esac
$ chmod +x export.sh
$ nbdkit -f sh export.sh

The size of the disk is the same as the export name:

$ nbdsh -u 'nbd://localhost/fooooo' -c 'print(h.get_size())'
6

The content and size of the disk is the exportname:

┌─────────────┐
│ f o o o o o │
└─────────────┘

Not very interesting in itself. But we can now pass the content of small disks entirely in the export name. Using a slightly more advanced plugin which supports base64-encoded export names (so we can pass in NUL bytes):

$ cat export-b64.sh
#!/bin/bash -
case "$1" in
    open) echo "$3" ;;
    get_size) echo "$2" | base64 -d | wc -c ;;
    pread) echo "$2" | base64 -d |
           dd skip=$4 count=$3 iflag=skip_bytes,count_bytes ;;
    can_write) exit 0 ;;
    pwrite) exit 1 ;;
    *) exit 2 ;;
esac
$ chmod +x export-b64.sh
$ nbdkit -f sh export-b64.sh

We can pass in an entire program to qemu:

qemu-system-x86_64 -fda 'nbd:localhost:10809:exportname=uBMAzRD8uACgjtiOwLQEo5D8McC5SH4x//OriwVAQKuIxJK4AByruJjmq7goFLsQJbELq4PAFpOr/sST4vUFjhWA/1x167+g1LEFuAQL6IUBg8c84vW+lvyAfAIgci3+xYD9N3SsrZetPCh0CzwgdQTGRP4o6F4Bgf5y/XXbiPAsAnLSNAGIwojG68qAdAIIRYPlB1JWVXUOtADNGjsWjPx09okWjPy+gPy5BACtPUABl3JD6BcBge9CAYoFLCByKVZXtAT25AHGrZfGBCC4CA7oAgFfXusfrQnAdC09APCXcxTo6ACBxz4BuAwMiXz+gL1AAQt1BTHAiUT+gD0cdQbHBpL8OAroxgDizL6S/K0IwHQMBAh1CLQc/g6R/HhKiUT+izzorgB1LrQCzRaoBHQCT0+oCHQCR0eoA3QNgz6A/AB1Bo1FCKOA/Jc9/uV0Bz0y53QCiQRdXlqLBID6AXYKBYACPYDUchvNIEhIcgODwARQ0eixoPbx/syA/JRYcgOAzhaJBAUGD5O5AwDkQDz8cg2/gvyDPQB0A6/i+Ikd6cL+GBg8JDx+/yQAgEIYEEiCAQC9234kPGbDADxa/6U8ZmYAAAAAAAAAAHICMcCJhUABq8NRV5xQu6R9LteTuQoA+Ij4iPzo4f/Q4+L1gcdsAlhAqAd14J1fWcNPVao='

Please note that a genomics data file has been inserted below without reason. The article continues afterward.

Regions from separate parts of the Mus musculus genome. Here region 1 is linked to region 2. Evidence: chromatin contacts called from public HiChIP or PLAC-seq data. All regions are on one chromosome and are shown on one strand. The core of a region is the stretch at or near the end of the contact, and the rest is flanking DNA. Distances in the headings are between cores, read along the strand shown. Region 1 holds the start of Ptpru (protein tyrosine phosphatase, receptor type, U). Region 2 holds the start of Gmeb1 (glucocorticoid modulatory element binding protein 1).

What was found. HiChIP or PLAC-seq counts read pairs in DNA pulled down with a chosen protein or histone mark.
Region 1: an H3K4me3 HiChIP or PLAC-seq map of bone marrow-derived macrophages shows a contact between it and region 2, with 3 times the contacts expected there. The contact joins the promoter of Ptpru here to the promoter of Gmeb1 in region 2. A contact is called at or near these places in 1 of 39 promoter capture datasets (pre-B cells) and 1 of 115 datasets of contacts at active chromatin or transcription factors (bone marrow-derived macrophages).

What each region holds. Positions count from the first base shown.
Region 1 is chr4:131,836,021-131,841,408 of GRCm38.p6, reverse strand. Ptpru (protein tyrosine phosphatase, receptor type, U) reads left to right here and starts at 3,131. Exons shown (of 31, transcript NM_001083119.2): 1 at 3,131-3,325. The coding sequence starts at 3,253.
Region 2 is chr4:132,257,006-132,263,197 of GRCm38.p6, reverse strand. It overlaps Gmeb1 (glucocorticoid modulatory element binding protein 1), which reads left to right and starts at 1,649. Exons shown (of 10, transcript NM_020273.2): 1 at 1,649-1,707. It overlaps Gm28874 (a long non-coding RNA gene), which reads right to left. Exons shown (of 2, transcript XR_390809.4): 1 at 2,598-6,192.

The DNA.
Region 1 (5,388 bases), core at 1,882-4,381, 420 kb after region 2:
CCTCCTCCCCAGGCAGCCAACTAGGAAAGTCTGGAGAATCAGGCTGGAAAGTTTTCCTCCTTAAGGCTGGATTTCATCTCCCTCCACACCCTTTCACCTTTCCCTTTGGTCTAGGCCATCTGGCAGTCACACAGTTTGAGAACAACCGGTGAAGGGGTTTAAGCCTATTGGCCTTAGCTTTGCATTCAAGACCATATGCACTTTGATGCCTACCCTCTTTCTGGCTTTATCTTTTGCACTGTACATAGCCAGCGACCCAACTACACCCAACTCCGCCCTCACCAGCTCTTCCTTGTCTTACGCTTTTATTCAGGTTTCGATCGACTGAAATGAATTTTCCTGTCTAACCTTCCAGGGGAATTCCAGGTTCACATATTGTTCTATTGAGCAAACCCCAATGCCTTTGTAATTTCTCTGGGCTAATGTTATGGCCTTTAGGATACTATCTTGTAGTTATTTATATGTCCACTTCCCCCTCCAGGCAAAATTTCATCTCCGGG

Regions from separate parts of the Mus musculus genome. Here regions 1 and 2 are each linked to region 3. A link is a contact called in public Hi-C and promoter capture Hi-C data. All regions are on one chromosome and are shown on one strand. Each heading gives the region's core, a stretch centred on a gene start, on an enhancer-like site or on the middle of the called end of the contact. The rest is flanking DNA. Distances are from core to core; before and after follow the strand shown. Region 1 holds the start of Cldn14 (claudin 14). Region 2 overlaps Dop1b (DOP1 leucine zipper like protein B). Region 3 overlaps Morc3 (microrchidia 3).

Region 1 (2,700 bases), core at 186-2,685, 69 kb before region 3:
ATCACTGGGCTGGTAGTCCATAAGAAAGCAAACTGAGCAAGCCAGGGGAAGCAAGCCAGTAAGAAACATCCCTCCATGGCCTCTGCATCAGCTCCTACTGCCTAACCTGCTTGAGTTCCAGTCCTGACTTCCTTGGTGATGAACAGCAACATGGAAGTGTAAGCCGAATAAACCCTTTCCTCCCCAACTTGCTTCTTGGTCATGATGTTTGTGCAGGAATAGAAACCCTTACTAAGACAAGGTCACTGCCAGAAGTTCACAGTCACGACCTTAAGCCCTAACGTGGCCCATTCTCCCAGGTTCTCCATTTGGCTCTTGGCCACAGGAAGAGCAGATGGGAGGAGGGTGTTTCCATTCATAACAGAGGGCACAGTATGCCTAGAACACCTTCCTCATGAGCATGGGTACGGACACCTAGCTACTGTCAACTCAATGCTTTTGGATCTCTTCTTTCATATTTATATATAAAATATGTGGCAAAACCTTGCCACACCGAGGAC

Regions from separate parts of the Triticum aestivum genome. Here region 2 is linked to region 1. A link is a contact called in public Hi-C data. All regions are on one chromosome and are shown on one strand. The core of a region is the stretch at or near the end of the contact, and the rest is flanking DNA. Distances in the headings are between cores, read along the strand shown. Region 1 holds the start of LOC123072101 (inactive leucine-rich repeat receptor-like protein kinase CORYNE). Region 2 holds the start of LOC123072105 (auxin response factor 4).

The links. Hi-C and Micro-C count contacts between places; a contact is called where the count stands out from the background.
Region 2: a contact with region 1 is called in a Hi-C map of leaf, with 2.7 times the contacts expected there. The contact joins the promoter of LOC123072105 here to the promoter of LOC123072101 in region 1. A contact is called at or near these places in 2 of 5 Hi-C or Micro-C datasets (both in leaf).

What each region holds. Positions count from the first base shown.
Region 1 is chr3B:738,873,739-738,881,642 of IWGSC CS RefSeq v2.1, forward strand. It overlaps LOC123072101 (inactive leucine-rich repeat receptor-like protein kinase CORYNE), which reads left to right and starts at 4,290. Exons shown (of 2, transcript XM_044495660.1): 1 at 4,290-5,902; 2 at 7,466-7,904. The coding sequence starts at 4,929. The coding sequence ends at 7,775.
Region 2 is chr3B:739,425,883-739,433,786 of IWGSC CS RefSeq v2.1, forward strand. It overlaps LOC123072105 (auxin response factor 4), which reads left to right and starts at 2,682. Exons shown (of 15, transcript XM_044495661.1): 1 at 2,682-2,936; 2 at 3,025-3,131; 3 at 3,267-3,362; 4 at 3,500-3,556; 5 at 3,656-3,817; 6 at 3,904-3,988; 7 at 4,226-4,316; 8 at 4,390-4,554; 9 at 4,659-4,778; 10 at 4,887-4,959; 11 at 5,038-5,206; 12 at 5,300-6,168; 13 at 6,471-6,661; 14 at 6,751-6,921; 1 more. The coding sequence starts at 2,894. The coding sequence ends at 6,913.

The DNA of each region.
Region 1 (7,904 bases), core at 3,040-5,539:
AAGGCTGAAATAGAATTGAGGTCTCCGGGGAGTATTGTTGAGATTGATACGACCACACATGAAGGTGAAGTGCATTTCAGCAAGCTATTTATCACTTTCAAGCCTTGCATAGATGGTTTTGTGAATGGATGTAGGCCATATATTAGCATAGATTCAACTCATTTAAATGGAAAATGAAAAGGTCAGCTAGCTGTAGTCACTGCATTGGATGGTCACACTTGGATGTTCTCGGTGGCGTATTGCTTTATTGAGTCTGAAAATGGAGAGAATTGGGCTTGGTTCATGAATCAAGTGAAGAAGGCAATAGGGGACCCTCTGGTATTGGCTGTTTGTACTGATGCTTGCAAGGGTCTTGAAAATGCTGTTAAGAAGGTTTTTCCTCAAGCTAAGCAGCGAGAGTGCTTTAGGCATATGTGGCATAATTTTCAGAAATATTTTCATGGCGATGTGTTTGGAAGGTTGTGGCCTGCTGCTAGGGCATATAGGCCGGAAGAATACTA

(Spoiler)

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fio has support for testing NBD servers directly

fio (“flexible I/O tester”) is a key tool for testing performance of filesystems and block devices. A couple of weeks ago I added support for testing NBD servers directly.

You will need libnbd 0.9.8 and to compile fio from git with:

./configure --enable-libnbd
make

Testing either nbdkit or qemu-nbd is trivial. Just follow the instructions here.